I have noticed that between the two websites, there has been a conspicuous lack of presence of WotC Staff to respond to questions. Meanwhile, several staffers from Paizo have been here to bring us enlightment in troubled times. Thanks.

Joshua J. Frost wrote:

Paizo has no decision-making authority in this matter. I've seen this same notion crop up on the WotC boards today, too, and I can't imagine where it's coming from. If we were allowed to, we'd publish Dragon and Dungeon until the end of time. As licensees, though, we're beholden to the license holder and since WotC has decided to take the brand in house and go another direction with the magazines all we can do is look to our future and plan accordingly. We wish WotC the best in their ventures and hope folks will enjoy what we have to offer.

You can only get month-to-month subscriptions to Dungeon or Dragon on as of 11:00 A.M. this morning. We suspended subscriptions greater than one year nearly six months ago. Unfortunately, our in-bag renewal letters didn't get changed and we've had to deal with the customer service side of that mistake.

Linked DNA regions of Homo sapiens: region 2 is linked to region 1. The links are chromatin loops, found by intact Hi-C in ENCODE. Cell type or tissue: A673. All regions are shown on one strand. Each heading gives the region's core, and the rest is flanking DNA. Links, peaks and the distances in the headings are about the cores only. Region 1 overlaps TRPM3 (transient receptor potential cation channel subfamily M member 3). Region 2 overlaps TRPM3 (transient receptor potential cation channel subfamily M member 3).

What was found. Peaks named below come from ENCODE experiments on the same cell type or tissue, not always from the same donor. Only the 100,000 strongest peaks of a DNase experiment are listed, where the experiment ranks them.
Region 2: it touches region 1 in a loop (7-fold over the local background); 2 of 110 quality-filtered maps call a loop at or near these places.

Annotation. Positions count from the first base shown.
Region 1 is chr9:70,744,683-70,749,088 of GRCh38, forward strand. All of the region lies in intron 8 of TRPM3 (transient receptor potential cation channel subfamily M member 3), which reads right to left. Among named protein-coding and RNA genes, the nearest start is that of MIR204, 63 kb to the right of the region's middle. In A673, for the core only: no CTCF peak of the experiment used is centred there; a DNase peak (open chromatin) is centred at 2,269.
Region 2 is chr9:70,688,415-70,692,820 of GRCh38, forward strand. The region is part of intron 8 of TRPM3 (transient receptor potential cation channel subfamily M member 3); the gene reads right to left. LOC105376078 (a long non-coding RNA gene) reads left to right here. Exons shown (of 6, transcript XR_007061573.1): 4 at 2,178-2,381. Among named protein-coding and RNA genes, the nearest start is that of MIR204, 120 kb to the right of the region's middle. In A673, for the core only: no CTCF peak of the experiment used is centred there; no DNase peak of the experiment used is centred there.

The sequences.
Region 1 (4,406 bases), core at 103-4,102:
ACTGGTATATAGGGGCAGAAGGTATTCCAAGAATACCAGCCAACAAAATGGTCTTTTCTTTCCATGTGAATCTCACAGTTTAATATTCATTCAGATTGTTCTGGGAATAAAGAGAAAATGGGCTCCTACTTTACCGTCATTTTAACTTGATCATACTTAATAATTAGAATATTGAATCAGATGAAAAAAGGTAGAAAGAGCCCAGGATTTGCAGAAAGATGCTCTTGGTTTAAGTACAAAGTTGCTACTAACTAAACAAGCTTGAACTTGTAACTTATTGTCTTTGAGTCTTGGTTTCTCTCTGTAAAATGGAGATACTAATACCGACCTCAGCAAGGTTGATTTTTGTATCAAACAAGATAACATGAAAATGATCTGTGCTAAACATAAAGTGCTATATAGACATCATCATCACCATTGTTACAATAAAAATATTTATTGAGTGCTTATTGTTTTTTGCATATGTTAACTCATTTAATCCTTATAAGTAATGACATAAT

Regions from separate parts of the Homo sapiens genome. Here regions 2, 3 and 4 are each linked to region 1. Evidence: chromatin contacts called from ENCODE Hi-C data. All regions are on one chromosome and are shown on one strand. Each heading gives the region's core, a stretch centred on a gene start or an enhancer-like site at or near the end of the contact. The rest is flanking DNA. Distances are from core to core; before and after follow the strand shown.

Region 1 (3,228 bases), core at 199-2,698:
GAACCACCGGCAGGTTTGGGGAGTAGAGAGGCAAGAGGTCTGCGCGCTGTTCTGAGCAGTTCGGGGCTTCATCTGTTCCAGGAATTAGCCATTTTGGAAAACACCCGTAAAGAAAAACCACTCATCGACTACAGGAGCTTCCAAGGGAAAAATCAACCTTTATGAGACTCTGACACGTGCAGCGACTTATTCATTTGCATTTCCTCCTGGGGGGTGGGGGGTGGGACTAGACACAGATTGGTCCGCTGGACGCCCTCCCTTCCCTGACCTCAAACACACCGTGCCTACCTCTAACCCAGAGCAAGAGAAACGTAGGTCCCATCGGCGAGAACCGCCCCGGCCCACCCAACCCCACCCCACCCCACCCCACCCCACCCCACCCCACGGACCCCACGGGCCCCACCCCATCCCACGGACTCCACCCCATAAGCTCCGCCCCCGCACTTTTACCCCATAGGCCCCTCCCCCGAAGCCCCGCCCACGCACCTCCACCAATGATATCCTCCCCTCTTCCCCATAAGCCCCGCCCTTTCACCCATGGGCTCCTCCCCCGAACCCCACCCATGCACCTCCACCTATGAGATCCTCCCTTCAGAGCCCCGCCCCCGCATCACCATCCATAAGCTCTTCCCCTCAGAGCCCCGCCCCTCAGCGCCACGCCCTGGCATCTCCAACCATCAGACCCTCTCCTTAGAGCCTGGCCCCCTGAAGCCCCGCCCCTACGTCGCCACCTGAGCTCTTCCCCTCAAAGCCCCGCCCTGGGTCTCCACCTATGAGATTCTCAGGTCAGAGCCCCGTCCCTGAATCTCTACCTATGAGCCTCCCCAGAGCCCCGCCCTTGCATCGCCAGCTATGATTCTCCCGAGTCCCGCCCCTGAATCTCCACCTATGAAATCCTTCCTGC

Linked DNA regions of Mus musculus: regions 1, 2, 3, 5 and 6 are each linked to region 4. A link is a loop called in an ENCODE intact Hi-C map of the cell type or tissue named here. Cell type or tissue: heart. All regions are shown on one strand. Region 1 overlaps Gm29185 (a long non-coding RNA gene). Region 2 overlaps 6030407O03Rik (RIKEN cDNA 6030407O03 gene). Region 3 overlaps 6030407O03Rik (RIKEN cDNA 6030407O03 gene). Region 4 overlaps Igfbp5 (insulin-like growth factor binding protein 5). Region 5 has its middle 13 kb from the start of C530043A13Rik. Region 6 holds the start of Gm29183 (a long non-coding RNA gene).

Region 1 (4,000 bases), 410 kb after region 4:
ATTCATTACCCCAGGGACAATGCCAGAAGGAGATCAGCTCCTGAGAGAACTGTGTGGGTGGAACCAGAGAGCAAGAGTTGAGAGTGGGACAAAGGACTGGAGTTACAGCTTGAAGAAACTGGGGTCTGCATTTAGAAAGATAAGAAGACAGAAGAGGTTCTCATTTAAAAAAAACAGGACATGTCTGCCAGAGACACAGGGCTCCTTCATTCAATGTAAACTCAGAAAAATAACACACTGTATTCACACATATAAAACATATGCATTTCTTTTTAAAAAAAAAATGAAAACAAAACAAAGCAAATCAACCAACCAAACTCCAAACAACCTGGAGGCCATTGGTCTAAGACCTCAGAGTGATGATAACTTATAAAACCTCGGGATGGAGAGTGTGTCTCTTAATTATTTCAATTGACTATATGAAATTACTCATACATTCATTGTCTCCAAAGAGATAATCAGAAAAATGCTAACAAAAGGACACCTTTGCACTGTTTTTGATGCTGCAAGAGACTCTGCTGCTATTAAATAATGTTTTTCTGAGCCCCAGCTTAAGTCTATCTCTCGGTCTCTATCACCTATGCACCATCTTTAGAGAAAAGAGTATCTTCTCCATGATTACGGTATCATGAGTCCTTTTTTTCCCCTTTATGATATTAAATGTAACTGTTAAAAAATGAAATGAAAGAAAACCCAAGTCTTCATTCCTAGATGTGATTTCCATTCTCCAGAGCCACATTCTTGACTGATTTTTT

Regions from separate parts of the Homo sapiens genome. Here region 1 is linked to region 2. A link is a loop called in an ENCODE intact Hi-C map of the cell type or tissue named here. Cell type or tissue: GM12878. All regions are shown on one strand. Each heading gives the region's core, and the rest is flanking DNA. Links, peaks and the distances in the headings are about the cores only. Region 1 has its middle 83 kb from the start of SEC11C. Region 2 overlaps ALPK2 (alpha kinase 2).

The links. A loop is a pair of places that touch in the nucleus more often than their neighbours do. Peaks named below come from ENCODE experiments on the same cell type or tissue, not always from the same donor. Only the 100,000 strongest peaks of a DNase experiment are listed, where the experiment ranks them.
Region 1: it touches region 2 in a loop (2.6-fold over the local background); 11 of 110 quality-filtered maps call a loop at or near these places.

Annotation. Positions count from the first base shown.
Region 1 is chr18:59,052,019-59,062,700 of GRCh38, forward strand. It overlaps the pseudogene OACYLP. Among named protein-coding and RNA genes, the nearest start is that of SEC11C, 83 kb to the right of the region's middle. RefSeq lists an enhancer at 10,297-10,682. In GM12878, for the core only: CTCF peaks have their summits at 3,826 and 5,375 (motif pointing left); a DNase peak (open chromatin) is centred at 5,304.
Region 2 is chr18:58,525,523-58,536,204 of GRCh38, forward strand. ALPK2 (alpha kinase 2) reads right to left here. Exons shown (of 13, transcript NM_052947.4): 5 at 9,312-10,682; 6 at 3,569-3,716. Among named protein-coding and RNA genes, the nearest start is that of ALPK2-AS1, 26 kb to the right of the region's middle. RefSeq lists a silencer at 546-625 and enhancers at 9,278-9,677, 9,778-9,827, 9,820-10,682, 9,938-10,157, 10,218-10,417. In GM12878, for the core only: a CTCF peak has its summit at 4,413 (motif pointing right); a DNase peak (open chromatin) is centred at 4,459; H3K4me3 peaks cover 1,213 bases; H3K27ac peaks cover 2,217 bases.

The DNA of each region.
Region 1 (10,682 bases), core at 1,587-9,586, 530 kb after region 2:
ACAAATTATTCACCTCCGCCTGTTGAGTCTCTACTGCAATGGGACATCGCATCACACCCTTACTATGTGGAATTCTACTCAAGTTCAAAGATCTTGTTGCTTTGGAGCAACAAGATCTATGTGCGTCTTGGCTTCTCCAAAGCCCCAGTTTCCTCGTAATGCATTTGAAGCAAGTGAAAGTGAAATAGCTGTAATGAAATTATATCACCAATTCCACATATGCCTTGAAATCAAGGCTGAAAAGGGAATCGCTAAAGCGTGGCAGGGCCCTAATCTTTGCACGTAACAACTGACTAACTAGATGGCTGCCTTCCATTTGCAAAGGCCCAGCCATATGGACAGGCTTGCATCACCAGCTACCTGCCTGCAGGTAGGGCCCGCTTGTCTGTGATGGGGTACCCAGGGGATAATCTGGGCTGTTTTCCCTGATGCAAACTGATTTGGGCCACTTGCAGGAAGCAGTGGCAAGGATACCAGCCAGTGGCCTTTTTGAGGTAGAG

There is no grand conspiracy here.

It initially seems the decision was taken out of Paizo's hands by WOTC, but with the comment, "the sales of the magazines were not a factor in this decision.", makes it also seem that Paizo had some decision-making authority in this choice. What were the un-named factors that led Paizo to this decision? Was it truly out of their hands?

It is interesting to note that a friend of mine had his Dragon subscription expire with the latest issue. Three days ago, he received an offer from Paizo to renew in one, two, and three-year increments. Why would Paizo offer a 36-issue subscription in April knowing they would only be able to honor four or five? As I type this comment, I notice I can still go to Paizo and order subscriptions to both magazines. This seems like Paizo is more concerned with taking in money now and then figuring out how to satisfy the customer later - not a wise business move.